Yamazakura Blended Whisky (500ml)
*please note that the ABV of this bottle may vary California residents: Click here for Proposition 65 WARNING.
  • vanilla
  • spicy
  • black pepper
  • nutty
  • sugar
  • biscuit
  • spiced oak
  • caramel
  • floral

Yamazakura

Blended Whisky (500ml) (0.5l, 40%*) *please note that the ABV of this bottle may vary

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Character Goatson
A youthful expression from an ancient Japanese distiller.

Sasanokawa Shuzo has been making Saki and Shochu since 1765. They added Whisky production to their core line-up in 1946. The family is considered an honorable one, and Japanese Whisky fans might remember that Hanyu / Ichiro went bankrupt, Sasanokawa Shuzo came to the rescue to save the inventory. Today they still produce their popular line of classic Japanese Spirits on site, along with a range of Whisky brands distilled locally and acquired.

Yamazakura Blended Whiskey is a bit of a mystery. Traditional, old-school Japanese businesses keep their sources and techniques very quiet. So, the exact mix of grains and Spirits are unknown. But the general consensus is that it is a blend of four different Single Malts and a smaller part of grain Whiskies. This is also an NAS Whisky (Non-Age Statement) — this is fairly common in blends. But based upon the aromas and flavors, we are going to guess it’s relatively youthful… perhaps three to five years. But you taste for yourself. All in all, it is an interesting example of Japanese Spirits from a storied producer.

Smartass Corner: 
Both Saki and Shochu are classic Japanese Spirits, but people often get them confused. Saki is a brewed Spirits made exclusively from rice. At 15-18% ABV, it is akin to rice Wine. Shochu is a distilled Spirit that can be made from several ingredients. At 25-30% ABV, it is closer to an un-aged Whiskey.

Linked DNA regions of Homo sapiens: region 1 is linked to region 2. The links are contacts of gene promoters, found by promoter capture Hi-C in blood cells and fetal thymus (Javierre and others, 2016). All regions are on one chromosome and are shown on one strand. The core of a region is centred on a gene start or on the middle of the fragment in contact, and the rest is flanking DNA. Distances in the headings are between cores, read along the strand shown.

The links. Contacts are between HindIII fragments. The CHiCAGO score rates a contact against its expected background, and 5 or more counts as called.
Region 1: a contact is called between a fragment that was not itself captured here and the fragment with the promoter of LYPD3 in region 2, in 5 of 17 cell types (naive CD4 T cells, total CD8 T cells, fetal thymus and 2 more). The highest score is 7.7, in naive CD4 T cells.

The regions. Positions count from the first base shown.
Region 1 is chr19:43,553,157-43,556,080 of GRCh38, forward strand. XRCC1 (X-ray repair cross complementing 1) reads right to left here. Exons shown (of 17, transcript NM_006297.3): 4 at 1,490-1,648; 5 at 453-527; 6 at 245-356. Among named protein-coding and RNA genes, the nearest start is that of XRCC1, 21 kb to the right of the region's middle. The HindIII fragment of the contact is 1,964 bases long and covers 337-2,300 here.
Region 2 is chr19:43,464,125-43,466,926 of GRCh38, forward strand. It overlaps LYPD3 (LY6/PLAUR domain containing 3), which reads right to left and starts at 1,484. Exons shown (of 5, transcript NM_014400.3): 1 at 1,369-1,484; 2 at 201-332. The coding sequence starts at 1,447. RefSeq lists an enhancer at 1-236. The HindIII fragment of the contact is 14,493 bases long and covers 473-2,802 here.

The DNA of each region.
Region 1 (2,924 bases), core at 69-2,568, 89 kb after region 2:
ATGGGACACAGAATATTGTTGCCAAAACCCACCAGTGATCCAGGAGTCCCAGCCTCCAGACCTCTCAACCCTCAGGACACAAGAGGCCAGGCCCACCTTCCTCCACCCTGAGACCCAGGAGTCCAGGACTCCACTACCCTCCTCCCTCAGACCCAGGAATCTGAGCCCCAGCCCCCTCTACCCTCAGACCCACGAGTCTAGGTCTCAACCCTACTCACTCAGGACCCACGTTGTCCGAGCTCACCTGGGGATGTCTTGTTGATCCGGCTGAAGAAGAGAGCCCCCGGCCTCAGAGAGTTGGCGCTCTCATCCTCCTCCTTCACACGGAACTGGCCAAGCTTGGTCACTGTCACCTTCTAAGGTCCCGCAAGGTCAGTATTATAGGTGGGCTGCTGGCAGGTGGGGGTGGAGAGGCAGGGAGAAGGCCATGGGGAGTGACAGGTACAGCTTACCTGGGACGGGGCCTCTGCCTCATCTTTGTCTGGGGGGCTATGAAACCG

*please note that the ABV of this bottle may vary California residents: Click here for Proposition 65 WARNING.
Appearance / Color
Medium amber

Nose / Aroma / Smell
Warm copper, mixed florals, salted nuts.

Flavor / Taste / Palate
Lots of grains, black pepper, a hint of vanilla sugar cookie on the back palate.

Finish
Brief, spicy, and a dash of vanilla.
Flavor Spiral TM
About the Flavor Spiral
What does Yamazakura Blended Whisky (500ml) taste like?

The Flavor Spiral™ shows the most common flavors that you'll taste in Yamazakura Blended Whisky (500ml) and gives you a chance to have a taste of it before actually tasting it.

We invented Flavor Spiral™ here at Flaviar to get all your senses involved in tasting drinks and, frankly, because we think that classic tasting notes are boring.

Back to flavor spiral
  • vanilla
  • spicy
  • black pepper
  • nutty
  • sugar
  • biscuit
  • spiced oak
  • caramel
  • floral
Dog Dogson's Smartass corner
Character Dogson
The two biggest Whisky producers in Japan and major rivals are Nikka and Suntory.
Japan is the second biggest producer of Single Malt Whisky in the world.
The premises of Sasanokawa suffered a tsunami on March 11th.
In recent years, Japanese Whiskies have won several top prizes at the World Whisky Awards and have consistently scored higher than Scotch Whiskies in blind tastings. Talk about a student surpassing the master!
Whisky or Whiskey? The spelling differs geographically. In Scotland, Japan, and some other parts of the world, distilleries usually spell it Whisky; in Ireland and the USA, they spell it Whiskey.
The two biggest Whisky producers in Japan are Nikka and Suntory, major rivals.
Similar drinks
Dog Dogson's Smartass corner
Character Dogson
The two biggest Whisky producers in Japan and major rivals are Nikka and Suntory.
Japan is the second biggest producer of Single Malt Whisky in the world.
The premises of Sasanokawa suffered a tsunami on March 11th.
In recent years, Japanese Whiskies have won several top prizes at the World Whisky Awards and have consistently scored higher than Scotch Whiskies in blind tastings. Talk about a student surpassing the master!
Whisky or Whiskey? The spelling differs geographically. In Scotland, Japan, and some other parts of the world, distilleries usually spell it Whisky; in Ireland and the USA, they spell it Whiskey.
The two biggest Whisky producers in Japan are Nikka and Suntory, major rivals.
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